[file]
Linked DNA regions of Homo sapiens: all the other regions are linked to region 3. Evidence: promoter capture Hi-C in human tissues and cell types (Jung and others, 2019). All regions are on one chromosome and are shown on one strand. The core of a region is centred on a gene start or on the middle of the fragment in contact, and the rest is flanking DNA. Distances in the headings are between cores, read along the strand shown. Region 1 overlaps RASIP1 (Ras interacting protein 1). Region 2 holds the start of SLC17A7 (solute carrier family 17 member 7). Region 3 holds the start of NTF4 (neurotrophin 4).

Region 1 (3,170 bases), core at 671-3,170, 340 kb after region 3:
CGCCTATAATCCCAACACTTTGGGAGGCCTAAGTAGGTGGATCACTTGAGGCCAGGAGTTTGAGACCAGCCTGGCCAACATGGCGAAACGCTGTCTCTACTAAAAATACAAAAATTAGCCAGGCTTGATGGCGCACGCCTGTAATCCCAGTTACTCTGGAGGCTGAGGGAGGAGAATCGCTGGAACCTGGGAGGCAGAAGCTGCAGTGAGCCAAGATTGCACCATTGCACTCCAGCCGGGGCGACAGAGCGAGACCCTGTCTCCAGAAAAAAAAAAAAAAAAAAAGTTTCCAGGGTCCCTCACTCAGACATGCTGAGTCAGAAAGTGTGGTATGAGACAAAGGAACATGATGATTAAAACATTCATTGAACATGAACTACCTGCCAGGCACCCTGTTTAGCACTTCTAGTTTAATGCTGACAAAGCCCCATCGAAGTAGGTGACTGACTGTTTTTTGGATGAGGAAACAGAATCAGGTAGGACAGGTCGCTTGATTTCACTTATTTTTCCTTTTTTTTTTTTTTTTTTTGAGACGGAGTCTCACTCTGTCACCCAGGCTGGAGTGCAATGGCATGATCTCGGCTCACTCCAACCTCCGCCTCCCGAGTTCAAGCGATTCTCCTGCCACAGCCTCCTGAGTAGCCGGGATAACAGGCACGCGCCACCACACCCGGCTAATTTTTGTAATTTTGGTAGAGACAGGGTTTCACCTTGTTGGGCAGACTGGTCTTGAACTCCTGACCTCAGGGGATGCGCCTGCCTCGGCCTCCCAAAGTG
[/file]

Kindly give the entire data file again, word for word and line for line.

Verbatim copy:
Linked DNA regions of Homo sapiens: all the other regions are linked to region 3. Evidence: promoter capture Hi-C in human tissues and cell types (Jung and others, 2019). All regions are on one chromosome and are shown on one strand. The core of a region is centred on a gene start or on the middle of the fragment in contact, and the rest is flanking DNA. Distances in the headings are between cores, read along the strand shown. Region 1 overlaps RASIP1 (Ras interacting protein 1). Region 2 holds the start of SLC17A7 (solute carrier family 17 member 7). Region 3 holds the start of NTF4 (neurotrophin 4).

Region 1 (3,170 bases), core at 671-3,170, 340 kb after region 3:
CGCCTATAATCCCAACACTTTGGGAGGCCTAAGTAGGTGGATCACTTGAGGCCAGGAGTTTGAGACCAGCCTGGCCAACATGGCGAAACGCTGTCTCTACTAAAAATACAAAAATTAGCCAGGCTTGATGGCGCACGCCTGTAATCCCAGTTACTCTGGAGGCTGAGGGAGGAGAATCGCTGGAACCTGGGAGGCAGAAGCTGCAGTGAGCCAAGATTGCACCATTGCACTCCAGCCGGGGCGACAGAGCGAGACCCTGTCTCCAGAAAAAAAAAAAAAAAAAAAGTTTCCAGGGTCCCTCACTCAGACATGCTGAGTCAGAAAGTGTGGTATGAGACAAAGGAACATGATGATTAAAACATTCATTGAACATGAACTACCTGCCAGGCACCCTGTTTAGCACTTCTAGTTTAATGCTGACAAAGCCCCATCGAAGTAGGTGACTGACTGTTTTTTGGATGAGGAAACAGAATCAGGTAGGACAGGTCGCTTGATTTCACTTATTTTTCCTTTTTTTTTTTTTTTTTTTGAGACGGAGTCTCACTCTGTCACCCAGGCTGGAGTGCAATGGCATGATCTCGGCTCACTCCAACCTCCGCCTCCCGAGTTCAAGCGATTCTCCTGCCACAGCCTCCTGAGTAGCCGGGATAACAGGCACGCGCCACCACACCCGGCTAATTTTTGTAATTTTGGTAGAGACAGGGTTTCACCTTGTTGGGCAGACTGGTCTTGAACTCCTGACCTCAGGGGATGCGCCTGCCTCGGCCTCCCAAAGTG